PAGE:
11/19/2012 08:05 am ET

Businesses Threaten Early Recession Over Fiscal Cliff: Seven And A Half Things To Know

Science has determined that people need to know 7.5 things per day, on average, about the world of business. You can't argue with science. Lucky for you, the Huffington Post has an email newsletter, delivered first thing every weekday morning, boiling down the day's biggest business news into the 7.5 things you absolutely need to know. And we're giving it away free, because we love you, and also science. Here you go:

Thing One: Let Us Now Praise Panicky Men: Good news, America: Our brave corporate leaders are back to doing what they do best: Panic at the first sign of change.

At least that is what the Wall Street Journal says our corporate leaders are doing. In a front-page report today, the WSJ says companies all across the land are clamping their wallets and their hiring offices shut because of a shroud of "uncertainty" that has fallen across the globe, partly because of the looming "fiscal cliff" of tax increases and spending cuts due to start taking effect at the beginning of 2013. The Congressional Budget Office and other economists have made scary predictions that the fiscal cliff is going to cause a horrible recession, so you can sort of understand why business leaders might be a little nervous. There is also, of course, the not-insignificant fact that Europe and Japan, two of the largest economies in the world, are in recessions of their own, which is slowing down growth here and in China. But it's more viscerally satisfying to blame President Obama and Congress for stuff, so that's what some of our brave, independent-minded job creators are doing.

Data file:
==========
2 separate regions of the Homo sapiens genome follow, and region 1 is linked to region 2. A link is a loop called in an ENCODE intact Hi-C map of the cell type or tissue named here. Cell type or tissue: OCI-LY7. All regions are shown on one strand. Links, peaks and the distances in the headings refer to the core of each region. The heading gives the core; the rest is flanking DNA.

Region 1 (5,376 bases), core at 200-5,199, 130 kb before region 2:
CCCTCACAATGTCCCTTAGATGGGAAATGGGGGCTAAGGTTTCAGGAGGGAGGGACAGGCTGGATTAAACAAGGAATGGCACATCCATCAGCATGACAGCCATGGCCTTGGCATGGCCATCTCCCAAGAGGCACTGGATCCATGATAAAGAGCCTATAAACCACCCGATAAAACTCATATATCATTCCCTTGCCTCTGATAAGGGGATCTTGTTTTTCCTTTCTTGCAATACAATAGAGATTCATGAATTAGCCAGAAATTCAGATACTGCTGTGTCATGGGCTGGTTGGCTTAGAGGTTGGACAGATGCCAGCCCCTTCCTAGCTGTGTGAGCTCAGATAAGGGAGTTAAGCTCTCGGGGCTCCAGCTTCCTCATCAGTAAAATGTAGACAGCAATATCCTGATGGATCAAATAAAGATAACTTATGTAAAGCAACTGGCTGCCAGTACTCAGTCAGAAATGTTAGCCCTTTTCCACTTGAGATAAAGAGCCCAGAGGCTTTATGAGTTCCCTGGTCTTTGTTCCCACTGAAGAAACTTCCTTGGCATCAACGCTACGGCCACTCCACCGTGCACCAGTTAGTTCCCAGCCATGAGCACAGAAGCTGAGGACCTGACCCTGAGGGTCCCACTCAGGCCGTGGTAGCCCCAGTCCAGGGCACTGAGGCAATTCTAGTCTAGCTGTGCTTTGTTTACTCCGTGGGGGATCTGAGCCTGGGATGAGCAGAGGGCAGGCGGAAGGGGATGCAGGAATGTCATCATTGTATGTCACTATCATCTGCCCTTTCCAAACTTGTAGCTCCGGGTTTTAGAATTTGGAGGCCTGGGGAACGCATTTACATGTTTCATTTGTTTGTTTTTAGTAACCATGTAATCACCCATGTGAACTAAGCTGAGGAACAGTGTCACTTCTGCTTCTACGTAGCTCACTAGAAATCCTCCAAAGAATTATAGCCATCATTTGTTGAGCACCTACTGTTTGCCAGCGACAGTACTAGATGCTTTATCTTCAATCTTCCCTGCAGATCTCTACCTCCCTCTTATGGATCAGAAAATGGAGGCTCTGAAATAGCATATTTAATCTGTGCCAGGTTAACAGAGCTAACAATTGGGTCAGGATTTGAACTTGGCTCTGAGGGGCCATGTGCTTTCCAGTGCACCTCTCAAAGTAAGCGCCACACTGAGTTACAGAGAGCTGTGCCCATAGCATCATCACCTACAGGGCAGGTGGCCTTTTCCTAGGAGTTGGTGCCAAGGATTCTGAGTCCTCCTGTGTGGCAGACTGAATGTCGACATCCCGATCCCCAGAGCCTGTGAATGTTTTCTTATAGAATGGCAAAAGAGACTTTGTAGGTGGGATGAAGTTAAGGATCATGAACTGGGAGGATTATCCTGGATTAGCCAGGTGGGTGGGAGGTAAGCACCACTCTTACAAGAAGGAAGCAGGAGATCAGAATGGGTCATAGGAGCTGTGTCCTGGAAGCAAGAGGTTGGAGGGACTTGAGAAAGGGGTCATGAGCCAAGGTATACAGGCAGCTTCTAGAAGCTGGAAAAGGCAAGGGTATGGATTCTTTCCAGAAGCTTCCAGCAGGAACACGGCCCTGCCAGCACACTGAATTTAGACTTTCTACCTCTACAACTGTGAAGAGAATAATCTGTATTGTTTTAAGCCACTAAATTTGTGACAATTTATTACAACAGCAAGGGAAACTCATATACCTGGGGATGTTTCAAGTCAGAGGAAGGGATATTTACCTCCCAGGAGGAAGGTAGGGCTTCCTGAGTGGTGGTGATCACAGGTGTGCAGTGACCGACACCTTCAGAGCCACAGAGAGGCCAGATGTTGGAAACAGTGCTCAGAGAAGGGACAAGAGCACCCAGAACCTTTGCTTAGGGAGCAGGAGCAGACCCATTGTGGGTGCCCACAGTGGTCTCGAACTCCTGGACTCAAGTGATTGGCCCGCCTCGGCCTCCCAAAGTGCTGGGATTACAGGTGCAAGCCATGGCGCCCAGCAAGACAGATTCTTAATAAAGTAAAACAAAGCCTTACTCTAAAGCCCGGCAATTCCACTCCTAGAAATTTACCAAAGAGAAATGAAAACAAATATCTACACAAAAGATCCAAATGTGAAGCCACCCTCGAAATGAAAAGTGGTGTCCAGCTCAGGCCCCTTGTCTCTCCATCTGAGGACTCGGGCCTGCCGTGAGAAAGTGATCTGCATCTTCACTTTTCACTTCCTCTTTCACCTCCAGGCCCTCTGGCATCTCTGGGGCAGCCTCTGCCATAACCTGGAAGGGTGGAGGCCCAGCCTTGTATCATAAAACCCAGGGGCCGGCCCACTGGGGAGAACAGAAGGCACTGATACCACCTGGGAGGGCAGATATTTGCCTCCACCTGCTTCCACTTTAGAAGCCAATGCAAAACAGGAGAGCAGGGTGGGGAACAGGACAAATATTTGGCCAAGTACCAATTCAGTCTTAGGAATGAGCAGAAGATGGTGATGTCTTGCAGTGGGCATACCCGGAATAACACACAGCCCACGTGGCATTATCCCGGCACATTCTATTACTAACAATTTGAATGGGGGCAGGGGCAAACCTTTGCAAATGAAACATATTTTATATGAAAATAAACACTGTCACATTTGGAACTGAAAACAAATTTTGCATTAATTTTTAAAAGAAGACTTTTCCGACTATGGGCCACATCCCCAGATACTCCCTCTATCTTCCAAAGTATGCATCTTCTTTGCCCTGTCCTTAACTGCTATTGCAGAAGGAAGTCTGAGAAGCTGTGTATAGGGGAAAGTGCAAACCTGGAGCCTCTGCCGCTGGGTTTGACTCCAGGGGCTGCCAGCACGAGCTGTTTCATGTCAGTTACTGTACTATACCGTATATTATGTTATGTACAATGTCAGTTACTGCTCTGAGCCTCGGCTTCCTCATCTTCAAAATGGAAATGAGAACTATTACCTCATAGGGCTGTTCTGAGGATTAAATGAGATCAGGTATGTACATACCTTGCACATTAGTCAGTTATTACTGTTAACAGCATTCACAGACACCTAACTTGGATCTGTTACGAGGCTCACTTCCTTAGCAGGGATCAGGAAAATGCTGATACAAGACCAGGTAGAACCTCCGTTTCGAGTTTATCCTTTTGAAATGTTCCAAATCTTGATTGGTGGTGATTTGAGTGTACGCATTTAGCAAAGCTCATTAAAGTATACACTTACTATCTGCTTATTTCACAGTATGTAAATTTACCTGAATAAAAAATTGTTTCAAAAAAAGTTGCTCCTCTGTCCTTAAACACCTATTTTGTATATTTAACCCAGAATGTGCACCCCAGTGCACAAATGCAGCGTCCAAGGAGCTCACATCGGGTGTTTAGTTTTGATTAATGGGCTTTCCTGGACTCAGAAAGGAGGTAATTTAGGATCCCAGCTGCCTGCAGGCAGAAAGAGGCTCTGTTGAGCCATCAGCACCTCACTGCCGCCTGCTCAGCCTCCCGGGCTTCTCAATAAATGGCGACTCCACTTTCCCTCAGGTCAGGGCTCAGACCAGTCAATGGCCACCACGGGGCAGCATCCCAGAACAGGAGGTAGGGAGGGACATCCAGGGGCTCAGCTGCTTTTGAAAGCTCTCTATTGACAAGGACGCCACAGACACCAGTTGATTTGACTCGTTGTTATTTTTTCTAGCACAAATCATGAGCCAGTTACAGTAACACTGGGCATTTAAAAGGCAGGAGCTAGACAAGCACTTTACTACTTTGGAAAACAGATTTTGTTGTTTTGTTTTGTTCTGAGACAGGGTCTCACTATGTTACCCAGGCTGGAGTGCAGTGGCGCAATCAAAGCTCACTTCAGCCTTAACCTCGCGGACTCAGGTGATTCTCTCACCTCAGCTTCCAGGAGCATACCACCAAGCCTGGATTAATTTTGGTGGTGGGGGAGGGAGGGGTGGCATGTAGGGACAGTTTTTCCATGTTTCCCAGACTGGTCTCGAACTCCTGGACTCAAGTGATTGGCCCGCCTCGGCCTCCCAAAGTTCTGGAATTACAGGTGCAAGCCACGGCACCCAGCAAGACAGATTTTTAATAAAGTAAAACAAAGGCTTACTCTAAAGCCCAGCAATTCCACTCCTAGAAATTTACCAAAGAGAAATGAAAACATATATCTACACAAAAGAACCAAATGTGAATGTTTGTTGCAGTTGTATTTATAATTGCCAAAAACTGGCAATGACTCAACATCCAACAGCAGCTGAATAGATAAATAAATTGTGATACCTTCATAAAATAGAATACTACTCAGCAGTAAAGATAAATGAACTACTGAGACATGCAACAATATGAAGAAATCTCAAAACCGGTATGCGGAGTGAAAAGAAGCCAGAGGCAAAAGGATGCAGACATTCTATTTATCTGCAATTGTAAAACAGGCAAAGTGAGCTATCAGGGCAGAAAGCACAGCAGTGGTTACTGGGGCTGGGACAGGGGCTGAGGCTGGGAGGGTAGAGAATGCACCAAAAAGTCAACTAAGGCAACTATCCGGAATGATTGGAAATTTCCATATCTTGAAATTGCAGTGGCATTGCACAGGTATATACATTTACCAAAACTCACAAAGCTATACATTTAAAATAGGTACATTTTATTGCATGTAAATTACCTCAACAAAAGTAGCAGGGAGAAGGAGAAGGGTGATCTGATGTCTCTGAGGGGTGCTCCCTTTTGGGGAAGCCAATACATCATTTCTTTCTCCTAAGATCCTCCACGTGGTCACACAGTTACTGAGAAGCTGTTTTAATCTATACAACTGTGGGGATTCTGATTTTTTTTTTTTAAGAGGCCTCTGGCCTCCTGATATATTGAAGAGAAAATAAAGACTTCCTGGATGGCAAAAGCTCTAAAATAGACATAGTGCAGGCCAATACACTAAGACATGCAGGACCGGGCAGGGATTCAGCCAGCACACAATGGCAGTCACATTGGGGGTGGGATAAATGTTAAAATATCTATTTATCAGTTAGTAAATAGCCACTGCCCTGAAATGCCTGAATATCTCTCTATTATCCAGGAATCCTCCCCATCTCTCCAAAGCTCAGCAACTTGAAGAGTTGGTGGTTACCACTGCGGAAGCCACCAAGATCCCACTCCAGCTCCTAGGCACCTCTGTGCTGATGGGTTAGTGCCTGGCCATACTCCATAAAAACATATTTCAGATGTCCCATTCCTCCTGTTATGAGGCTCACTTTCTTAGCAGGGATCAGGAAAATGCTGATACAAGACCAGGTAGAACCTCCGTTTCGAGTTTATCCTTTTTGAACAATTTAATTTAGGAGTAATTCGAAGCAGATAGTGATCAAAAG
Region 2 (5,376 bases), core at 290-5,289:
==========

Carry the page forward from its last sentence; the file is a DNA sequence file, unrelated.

They are also scrambling desperately to shield their income from higher tax rates they expect to hit them next year, the New York Times writes. They are selling businesses, paying dividends early, dumping winning stocks like Apple and planning to take long income-avoiding vacations, all to prepare for higher tax rates in Obama's America. At least, that's what they're telling the public. And, again, who can blame them? We all remember the horrific depressions that followed tax increases under Presidents Reagan and Clinton.

A hint that maybe some of these business leaders are just throwing a short-lived tantrum came on Friday, when Obama and some congresspeople made positive noises about maybe being able to work together without trying to murder each other. The stock market -- which has been tumbling ever since the election amid all this panic about the fiscal cliff -- made an abrupt u-turn higher on the faint sounds of "Kumbaya" coming from Washington. Global stocks are still higher this morning. Of course, they're going to fall again the first time Harry Reid gives John Boehner the stinkeye and makes him cry. Stocks are dumb like that.

Stocks are also compellingly, historically cheap right now, Bloomberg points out, while interest rates are near rock bottom due to all of this panic, meaning bonds offer a lot of long-term risk and little reward. The truth of the matter is that a deal on the fiscal cliff could clear away a lot of this "uncertainty" and make some of these investors, and corporate leaders, feel pretty sheepish about how panicky they've been acting.